PARK CITY — Noelle Pikus-Pace has faced some dark moments in her young life.
But instead of being swallowed by the inevitable sadness or crippled by the questions, the top U.S. skeleton athlete has made those painful situations the places she shines brightest.
Like when a runaway bobsled smashed into her during Olympic trials in 2005. The accident left her with a rod in her leg that repaired a compound fracture and a shattered Olympic dream.
Instead of wallowing in self-pity, she took a year off to start a family and then returned to one of the world’s most dangerous sports with the kind of zeal and commitment that helped her earn a place on the 2010 Olympic team.
In Vancouver she earned a fourth-place finish — just a 10th of a second away from a bronze medal.
“I was happy, but not satisfied with my fourth-place finish,” said Pikus-Pace, who won her third straight skeleton race of team selections Monday morning at the Utah Olympic Park. “I retired, and thought, ‘This is great, I can relax.’ ”
The Mountain View High alum gave birth to her second child and began speaking to young people about the kind of commitment it takes to make a dream reality. In those speeches, she showed her final run in Vancouver, where she saw the small mistakes that added up to that fourth-place finish.
“I’ve thought about that quite a bit, and it just goes to show that it’s the small things that make a big difference,” the Orem native said. “They can work in your benefit or to the negative.”
Pikus-Pace being who she is, she’s now making that knowledge, that nagging feeling that she’s capable of better, work in her favor. But she might not be among the favorites for a gold medal in skeleton if it weren’t for another heartbreak.
In the spring of 2012, Pikus-Pace had a miscarriage at 18 weeks.
“We were planning on growing our family, having more kids, and after that happened, I was mentally gone,” she said. “I was physically, spiritually, in all aspects, I was drained. It was actually my husband who, again, brought back the point of no regrets.”
Just as he did when he built her a specially designed sled for her 2010 comeback, he asked her if she was really finished with the sport that sends athletes down an icy track at 90 miles an hour.
“A part of me wanted to continue on with my family and get pregnant really quick, have another baby,” she said. “But I knew that emotionally, I couldn’t take it. And physically I needed a break. We’d just found out it was a little girl, and we had all of these plans.” Her voice trails off momentarily contemplating what if, and then the smile slides across her face and the spark returns to her eye.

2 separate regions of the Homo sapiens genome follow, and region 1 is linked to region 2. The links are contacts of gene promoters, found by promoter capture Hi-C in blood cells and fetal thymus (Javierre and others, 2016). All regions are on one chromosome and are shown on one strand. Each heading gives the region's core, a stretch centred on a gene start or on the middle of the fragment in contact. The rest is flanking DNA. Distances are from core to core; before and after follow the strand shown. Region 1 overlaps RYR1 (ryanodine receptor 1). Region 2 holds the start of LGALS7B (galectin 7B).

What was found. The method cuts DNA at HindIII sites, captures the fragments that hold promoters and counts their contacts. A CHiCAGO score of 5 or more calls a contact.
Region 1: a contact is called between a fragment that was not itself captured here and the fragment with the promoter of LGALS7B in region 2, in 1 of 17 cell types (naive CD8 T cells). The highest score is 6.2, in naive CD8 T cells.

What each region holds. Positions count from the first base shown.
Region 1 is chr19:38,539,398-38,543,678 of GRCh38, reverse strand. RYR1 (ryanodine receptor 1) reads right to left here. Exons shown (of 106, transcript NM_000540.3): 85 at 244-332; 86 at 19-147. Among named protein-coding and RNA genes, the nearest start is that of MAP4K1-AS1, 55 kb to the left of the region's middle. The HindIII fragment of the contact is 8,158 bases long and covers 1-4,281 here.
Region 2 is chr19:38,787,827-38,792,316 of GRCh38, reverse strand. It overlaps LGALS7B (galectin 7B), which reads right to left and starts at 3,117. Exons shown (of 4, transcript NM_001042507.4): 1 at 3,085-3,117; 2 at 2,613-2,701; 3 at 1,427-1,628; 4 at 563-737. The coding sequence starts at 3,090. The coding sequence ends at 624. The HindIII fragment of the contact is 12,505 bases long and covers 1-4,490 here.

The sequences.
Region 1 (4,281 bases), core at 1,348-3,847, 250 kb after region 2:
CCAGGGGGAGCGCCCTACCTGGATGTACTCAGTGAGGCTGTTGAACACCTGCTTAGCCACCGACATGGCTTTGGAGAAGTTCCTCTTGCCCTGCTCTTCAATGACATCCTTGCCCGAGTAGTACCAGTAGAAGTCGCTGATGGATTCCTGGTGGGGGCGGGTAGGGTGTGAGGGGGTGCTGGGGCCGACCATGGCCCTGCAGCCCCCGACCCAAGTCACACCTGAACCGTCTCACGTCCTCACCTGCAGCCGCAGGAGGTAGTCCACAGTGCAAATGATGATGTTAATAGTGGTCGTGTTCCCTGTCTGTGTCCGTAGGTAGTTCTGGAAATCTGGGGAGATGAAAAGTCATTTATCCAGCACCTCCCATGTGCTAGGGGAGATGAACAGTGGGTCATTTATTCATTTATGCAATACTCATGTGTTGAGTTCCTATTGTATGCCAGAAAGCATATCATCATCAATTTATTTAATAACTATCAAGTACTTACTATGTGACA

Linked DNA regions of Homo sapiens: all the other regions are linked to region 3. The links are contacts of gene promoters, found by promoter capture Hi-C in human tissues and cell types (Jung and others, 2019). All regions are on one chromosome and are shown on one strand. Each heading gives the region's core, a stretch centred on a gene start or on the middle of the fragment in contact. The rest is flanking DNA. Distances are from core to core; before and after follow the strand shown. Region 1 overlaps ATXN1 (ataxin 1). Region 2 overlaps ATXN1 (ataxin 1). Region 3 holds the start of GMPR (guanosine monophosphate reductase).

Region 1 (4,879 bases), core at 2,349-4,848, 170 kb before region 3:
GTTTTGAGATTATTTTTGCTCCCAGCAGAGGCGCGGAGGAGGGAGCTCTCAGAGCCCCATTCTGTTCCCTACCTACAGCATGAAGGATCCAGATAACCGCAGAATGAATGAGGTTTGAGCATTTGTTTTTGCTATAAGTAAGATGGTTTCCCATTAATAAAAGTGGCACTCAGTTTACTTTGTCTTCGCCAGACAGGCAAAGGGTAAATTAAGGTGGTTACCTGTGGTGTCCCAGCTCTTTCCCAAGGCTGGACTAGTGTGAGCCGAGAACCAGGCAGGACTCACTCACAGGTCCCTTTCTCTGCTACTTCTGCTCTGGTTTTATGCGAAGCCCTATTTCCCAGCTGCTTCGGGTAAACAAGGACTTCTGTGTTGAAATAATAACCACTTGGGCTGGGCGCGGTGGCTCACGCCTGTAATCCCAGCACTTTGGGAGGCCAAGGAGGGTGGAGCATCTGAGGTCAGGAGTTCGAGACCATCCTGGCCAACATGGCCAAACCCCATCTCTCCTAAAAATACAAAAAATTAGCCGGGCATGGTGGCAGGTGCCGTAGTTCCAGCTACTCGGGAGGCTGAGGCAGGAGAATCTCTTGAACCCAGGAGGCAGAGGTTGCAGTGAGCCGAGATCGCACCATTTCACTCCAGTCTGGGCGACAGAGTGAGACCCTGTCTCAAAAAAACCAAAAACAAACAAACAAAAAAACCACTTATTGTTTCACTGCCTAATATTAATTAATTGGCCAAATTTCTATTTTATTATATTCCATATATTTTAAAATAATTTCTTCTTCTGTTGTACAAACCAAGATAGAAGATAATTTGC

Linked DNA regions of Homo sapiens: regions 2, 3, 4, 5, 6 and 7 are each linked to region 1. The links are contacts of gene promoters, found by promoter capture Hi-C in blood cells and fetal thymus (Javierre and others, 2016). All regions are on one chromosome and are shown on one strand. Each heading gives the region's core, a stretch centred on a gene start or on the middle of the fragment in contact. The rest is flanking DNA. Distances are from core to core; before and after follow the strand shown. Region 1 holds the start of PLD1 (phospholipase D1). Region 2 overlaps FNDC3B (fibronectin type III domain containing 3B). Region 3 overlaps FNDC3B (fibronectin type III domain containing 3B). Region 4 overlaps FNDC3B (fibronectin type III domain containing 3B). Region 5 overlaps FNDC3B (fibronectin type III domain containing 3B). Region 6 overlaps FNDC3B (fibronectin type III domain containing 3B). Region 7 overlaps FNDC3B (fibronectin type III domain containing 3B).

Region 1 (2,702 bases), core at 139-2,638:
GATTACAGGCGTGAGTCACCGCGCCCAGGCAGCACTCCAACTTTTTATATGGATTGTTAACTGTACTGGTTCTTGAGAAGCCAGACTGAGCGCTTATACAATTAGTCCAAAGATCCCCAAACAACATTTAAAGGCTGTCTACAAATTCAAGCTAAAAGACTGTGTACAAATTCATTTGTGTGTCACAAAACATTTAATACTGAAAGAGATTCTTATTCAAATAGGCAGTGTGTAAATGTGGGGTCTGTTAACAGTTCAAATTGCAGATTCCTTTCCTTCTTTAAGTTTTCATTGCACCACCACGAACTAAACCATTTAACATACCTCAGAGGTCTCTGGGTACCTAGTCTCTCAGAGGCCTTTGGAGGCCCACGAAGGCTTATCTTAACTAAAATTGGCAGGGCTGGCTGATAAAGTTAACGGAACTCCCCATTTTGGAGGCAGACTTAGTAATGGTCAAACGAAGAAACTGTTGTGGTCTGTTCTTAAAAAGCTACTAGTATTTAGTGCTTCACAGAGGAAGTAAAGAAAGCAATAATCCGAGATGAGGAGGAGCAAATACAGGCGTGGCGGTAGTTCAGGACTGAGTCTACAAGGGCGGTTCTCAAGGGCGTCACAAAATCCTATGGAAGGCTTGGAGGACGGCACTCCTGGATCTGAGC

“That was in April of 2012,” she said. “June 1, 2012, that’s when we decided, let’s do this, but we’re doing it as a family.”
Pikus-Pace travels a lot competing in what is mostly a European sport. She knew she couldn’t revive her dream of earning an Olympic medal in the sport she loves without the people she loves most by her side. So they fundraise, work with sponsors and they’re frugal.
At every race, wherever it happens, her husband and two children are in the crowd.
“Some probably think it’s a little bit crazy, but when my results come, they must think there is something to it,” she said laughing.
Her results are no joke. Not only has she cemented herself as the best U.S. female skeleton athlete, she won gold on the Sochi track in last year’s World Cup, in addition to earning silver at World Championships.
She said the track suits her because it isn’t the fastest track in the world, like Vancouver’s, or the easiest, like Park City’s.
“Sochi is a very technical track, so you’re going to see some separation in times, which is a great thing,” Pikus-Pace said. “I like that there are areas where people can mess up. I like to know that if I get this right, I can give myself a little bit of distance between myself and other athletes.” Despite her victory on the Olympic track, she said the most encouraging thing is that she won with an imperfect run.
“I still have things I can fix,” she said.
Which is typical Pikus-Pace, where perfect might be the goal, but imperfect may be even better. That means there is more to learn, more to experience and somewhere even better to go.
She battles aching pain in her leg, which is still held together by a metal rod. She can’t do all of the strength and conditioning other athletes do. And she deals with the kind of guilt other world-class athletes know very little about but moms battle on a daily basis.
“Number one, have a great support system,” she said of how she juggles all the demands of her life. “Number two, I’ve really learned to manage my time. I make a list every night, and … every minute of my day, I know is going to be filled, and I need to utilize it to the best of my abilities.”
She’s faster and stronger than ever thanks to a great strength and conditioning coach who has adapted her workouts to deal with the fact that she can’t do any one-legged isolation exercises.
“There are a lot of things I can’t do, like jumping or bounding or single leg movements, which is really inhibiting for a sprinter,” she said. “But I’m faster than I’ve ever been, and most of my strength comes from squats and sprinting.”
Just like her success comes from finding a way to bring joy and light to whatever situation she faces. She said being back on the track has been even more enjoyable, even with the new challenges.
“I am competitive by nature,” said the former UVU track athlete. “There is just a thrill about being able to stand at the line, being able to control your nerves and turning it on. There is something about putting yourself in tough positions, facing that kind of pressure, seeing yourself overcome it and pushing forward. It’s just incredible. It’s unlike anything else.”
And when she says it, she smiles because she knows that it’s true in sports, as well as in life.